alexa Cardiac dysfunction in cirrhosis is not associated with the severity of liver disease


Journal of Anesthesia & Clinical Research

Author(s): Merli M, Calicchia A, Ruffa A, Pellicori P, Riggio O

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BACKGROUND: Cirrhotic cardiomiopathy is described as the presence of cardiac dysfunction in cirrhotic patients. The aim of the study was to investigate factors associated with cardiac dysfunction in cirrhotic patients.

PATIENTS AND METHODS: Seventy-four cirrhotic patients and twenty-six controls performed a conventional echocardiography and Tissue Doppler Imaging (TDI) for systolic and diastolic function. Results were analyzed by using the Guidelines of American Society of Echocardiography.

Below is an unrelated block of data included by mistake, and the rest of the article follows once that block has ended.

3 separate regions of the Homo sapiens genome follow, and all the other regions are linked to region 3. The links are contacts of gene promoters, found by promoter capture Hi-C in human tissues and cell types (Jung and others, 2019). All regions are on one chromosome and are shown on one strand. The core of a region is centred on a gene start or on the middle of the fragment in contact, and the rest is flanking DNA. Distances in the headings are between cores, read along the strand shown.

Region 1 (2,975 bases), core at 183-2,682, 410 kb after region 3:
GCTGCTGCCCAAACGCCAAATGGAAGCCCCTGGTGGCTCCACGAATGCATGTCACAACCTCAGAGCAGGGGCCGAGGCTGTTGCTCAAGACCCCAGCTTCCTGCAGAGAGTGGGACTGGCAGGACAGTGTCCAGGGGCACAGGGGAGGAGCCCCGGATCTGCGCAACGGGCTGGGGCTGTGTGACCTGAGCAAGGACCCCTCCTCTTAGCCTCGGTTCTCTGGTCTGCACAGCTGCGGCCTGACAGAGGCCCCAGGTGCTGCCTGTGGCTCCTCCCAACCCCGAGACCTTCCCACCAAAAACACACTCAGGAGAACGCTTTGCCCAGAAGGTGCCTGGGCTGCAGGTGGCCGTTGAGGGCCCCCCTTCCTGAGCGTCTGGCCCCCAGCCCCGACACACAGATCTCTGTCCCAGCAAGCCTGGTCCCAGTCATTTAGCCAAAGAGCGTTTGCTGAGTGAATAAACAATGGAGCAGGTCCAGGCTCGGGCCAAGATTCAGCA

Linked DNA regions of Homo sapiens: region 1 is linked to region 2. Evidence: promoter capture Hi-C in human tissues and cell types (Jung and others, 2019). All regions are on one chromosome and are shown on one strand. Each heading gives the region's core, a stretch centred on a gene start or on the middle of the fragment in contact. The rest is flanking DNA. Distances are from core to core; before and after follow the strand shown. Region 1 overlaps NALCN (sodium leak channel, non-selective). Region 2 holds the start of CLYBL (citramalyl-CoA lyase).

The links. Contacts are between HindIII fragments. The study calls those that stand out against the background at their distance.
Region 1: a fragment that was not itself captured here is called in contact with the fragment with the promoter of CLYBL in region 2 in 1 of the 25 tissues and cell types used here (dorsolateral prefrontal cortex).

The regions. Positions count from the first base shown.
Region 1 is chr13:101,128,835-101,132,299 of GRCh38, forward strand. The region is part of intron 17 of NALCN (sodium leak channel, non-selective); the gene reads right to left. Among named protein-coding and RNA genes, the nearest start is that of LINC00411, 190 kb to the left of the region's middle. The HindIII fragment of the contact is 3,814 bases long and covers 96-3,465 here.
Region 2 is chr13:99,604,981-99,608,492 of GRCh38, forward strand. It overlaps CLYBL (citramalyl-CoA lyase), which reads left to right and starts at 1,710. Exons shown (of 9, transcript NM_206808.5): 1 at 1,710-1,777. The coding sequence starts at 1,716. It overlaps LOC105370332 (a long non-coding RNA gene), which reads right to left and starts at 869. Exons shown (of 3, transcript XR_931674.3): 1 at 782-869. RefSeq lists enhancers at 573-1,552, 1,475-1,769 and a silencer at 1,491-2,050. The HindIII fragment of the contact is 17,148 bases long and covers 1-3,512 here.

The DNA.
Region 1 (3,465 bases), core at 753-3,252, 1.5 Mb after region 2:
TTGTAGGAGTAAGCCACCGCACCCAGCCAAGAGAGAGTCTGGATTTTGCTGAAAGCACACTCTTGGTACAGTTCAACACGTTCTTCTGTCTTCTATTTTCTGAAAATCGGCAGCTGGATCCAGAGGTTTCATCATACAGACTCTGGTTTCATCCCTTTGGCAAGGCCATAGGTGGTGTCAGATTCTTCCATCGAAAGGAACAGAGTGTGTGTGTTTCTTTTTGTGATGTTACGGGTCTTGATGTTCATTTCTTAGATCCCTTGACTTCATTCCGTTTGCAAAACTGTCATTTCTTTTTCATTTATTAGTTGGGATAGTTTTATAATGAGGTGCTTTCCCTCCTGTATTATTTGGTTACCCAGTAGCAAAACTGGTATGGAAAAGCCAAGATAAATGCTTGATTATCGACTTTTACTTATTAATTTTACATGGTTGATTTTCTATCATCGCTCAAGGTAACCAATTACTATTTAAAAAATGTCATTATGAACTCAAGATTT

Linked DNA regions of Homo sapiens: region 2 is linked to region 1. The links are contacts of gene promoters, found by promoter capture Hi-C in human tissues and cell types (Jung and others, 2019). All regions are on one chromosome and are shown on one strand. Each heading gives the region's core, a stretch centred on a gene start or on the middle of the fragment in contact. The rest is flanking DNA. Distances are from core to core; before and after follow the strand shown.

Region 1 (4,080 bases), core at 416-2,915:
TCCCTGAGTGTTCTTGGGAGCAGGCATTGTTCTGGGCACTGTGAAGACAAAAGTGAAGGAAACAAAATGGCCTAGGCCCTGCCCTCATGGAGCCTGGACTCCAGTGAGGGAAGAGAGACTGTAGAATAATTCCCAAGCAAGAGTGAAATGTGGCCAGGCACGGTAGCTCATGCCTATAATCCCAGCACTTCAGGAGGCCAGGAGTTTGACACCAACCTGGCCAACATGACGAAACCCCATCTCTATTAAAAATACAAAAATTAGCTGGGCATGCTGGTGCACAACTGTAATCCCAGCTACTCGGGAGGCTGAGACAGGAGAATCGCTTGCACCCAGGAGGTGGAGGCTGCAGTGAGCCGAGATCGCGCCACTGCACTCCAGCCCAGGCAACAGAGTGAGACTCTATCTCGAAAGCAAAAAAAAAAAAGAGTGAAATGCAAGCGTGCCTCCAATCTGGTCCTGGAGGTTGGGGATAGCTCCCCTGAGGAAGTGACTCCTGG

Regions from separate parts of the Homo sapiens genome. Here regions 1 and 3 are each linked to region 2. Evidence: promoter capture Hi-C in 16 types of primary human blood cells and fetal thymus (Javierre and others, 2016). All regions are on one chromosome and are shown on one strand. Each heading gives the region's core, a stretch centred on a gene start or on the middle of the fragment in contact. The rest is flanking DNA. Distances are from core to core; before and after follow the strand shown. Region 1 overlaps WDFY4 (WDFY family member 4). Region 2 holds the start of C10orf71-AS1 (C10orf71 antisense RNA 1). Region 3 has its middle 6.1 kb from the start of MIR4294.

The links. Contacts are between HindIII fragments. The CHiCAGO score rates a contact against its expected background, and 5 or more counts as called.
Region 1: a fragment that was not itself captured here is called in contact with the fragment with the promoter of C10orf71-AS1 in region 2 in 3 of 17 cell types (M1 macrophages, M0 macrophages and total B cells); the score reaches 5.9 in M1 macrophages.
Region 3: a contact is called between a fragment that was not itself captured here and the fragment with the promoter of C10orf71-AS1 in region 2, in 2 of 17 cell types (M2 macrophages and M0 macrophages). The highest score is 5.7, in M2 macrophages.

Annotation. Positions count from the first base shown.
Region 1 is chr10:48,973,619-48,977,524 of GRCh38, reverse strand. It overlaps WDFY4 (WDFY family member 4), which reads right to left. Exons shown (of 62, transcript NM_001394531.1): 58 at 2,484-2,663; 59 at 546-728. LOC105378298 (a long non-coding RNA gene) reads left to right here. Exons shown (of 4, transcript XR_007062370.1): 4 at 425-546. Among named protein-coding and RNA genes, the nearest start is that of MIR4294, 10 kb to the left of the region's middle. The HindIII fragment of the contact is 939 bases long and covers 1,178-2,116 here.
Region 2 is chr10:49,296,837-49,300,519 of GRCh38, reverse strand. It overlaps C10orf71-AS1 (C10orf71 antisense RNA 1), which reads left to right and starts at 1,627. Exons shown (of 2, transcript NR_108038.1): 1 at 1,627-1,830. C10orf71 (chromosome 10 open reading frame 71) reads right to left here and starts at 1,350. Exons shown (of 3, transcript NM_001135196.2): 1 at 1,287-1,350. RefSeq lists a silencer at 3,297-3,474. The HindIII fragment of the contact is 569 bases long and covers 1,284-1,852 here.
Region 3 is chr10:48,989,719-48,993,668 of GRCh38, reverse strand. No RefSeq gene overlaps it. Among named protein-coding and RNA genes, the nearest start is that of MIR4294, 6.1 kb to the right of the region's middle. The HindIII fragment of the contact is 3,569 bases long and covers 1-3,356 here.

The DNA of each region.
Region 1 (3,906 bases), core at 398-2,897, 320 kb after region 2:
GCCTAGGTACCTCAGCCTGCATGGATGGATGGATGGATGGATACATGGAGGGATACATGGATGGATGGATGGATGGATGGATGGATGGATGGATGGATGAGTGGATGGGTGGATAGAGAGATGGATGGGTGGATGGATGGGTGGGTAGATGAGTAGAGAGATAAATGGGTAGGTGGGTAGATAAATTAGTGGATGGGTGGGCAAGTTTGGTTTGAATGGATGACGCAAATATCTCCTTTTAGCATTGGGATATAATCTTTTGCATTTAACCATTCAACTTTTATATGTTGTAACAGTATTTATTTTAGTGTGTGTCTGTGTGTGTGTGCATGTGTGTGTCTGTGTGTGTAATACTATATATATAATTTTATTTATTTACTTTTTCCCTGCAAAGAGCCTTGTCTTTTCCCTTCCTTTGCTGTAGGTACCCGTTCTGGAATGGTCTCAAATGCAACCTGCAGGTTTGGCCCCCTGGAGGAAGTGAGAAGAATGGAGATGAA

RESULTS: In patients with cirrhosis, left ventricular end-diastolic diameter was increased (p<0.001) , peak systolic velocities were decreased (11.3±2.7 vs 13.9±1.4cm/s; p<0.001) and left atrial volumes were increased (32.7±8.3 vs 24±8.5ml, p<0.001) as well as cardiac mass (90.6±23 vs 70.5±22g/m(2), p<0.001). Forty-seven cirrhotic patients (64%) showed diastolic dysfunction at rest: grade I in 37 and grade II in 10 patients. Systolic and/or diastolic dysfunction were not influenced by a more severe liver impairment. Diastolic dysfunction was more prevalent in patients with ascites vs those without (77% vs 56%; p=0.04).

CONCLUSION: A mild diastolic dysfunction at rest is frequent in cirrhotic patients but cardiac load conditions are confounding factors in this diagnosis. We did not identify an association between severity of liver disease and cardiac dysfunction.

This article was published in Eur J Intern Med and referenced in Journal of Anesthesia & Clinical Research

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